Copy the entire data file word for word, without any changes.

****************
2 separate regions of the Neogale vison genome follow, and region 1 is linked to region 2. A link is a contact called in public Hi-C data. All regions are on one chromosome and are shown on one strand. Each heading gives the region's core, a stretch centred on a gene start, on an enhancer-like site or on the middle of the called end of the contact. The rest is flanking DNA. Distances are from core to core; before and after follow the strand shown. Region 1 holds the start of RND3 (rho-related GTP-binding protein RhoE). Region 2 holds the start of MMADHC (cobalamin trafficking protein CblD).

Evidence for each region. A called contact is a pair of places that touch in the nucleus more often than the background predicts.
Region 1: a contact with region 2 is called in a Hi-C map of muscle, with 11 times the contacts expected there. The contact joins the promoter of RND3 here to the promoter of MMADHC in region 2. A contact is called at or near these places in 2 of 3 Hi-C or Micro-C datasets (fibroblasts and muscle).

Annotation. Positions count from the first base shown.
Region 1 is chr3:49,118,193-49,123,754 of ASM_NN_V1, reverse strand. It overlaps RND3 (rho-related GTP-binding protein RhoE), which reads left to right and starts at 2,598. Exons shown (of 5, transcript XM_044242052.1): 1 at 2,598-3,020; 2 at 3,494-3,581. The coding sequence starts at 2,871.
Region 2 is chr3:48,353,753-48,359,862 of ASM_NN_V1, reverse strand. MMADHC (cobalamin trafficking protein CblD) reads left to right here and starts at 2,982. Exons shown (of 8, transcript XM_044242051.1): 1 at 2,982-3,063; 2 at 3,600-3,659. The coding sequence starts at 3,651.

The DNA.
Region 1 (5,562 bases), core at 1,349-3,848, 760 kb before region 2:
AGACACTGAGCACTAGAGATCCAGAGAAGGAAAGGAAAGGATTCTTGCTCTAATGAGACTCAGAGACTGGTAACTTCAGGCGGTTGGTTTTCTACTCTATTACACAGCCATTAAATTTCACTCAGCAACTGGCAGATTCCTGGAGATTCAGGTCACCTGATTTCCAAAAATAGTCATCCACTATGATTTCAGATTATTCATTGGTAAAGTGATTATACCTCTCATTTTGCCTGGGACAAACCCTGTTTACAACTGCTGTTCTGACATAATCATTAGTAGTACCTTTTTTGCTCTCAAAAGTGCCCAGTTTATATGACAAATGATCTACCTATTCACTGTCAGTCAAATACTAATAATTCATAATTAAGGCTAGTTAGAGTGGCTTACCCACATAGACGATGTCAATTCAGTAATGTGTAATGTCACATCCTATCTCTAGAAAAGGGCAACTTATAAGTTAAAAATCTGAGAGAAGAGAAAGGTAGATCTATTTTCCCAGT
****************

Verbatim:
2 separate regions of the Neogale vison genome follow, and region 1 is linked to region 2. A link is a contact called in public Hi-C data. All regions are on one chromosome and are shown on one strand. Each heading gives the region's core, a stretch centred on a gene start, on an enhancer-like site or on the middle of the called end of the contact. The rest is flanking DNA. Distances are from core to core; before and after follow the strand shown. Region 1 holds the start of RND3 (rho-related GTP-binding protein RhoE). Region 2 holds the start of MMADHC (cobalamin trafficking protein CblD).

Evidence for each region. A called contact is a pair of places that touch in the nucleus more often than the background predicts.
Region 1: a contact with region 2 is called in a Hi-C map of muscle, with 11 times the contacts expected there. The contact joins the promoter of RND3 here to the promoter of MMADHC in region 2. A contact is called at or near these places in 2 of 3 Hi-C or Micro-C datasets (fibroblasts and muscle).

Annotation. Positions count from the first base shown.
Region 1 is chr3:49,118,193-49,123,754 of ASM_NN_V1, reverse strand. It overlaps RND3 (rho-related GTP-binding protein RhoE), which reads left to right and starts at 2,598. Exons shown (of 5, transcript XM_044242052.1): 1 at 2,598-3,020; 2 at 3,494-3,581. The coding sequence starts at 2,871.
Region 2 is chr3:48,353,753-48,359,862 of ASM_NN_V1, reverse strand. MMADHC (cobalamin trafficking protein CblD) reads left to right here and starts at 2,982. Exons shown (of 8, transcript XM_044242051.1): 1 at 2,982-3,063; 2 at 3,600-3,659. The coding sequence starts at 3,651.

The DNA.
Region 1 (5,562 bases), core at 1,349-3,848, 760 kb before region 2:
AGACACTGAGCACTAGAGATCCAGAGAAGGAAAGGAAAGGATTCTTGCTCTAATGAGACTCAGAGACTGGTAACTTCAGGCGGTTGGTTTTCTACTCTATTACACAGCCATTAAATTTCACTCAGCAACTGGCAGATTCCTGGAGATTCAGGTCACCTGATTTCCAAAAATAGTCATCCACTATGATTTCAGATTATTCATTGGTAAAGTGATTATACCTCTCATTTTGCCTGGGACAAACCCTGTTTACAACTGCTGTTCTGACATAATCATTAGTAGTACCTTTTTTGCTCTCAAAAGTGCCCAGTTTATATGACAAATGATCTACCTATTCACTGTCAGTCAAATACTAATAATTCATAATTAAGGCTAGTTAGAGTGGCTTACCCACATAGACGATGTCAATTCAGTAATGTGTAATGTCACATCCTATCTCTAGAAAAGGGCAACTTATAAGTTAAAAATCTGAGAGAAGAGAAAGGTAGATCTATTTTCCCAGT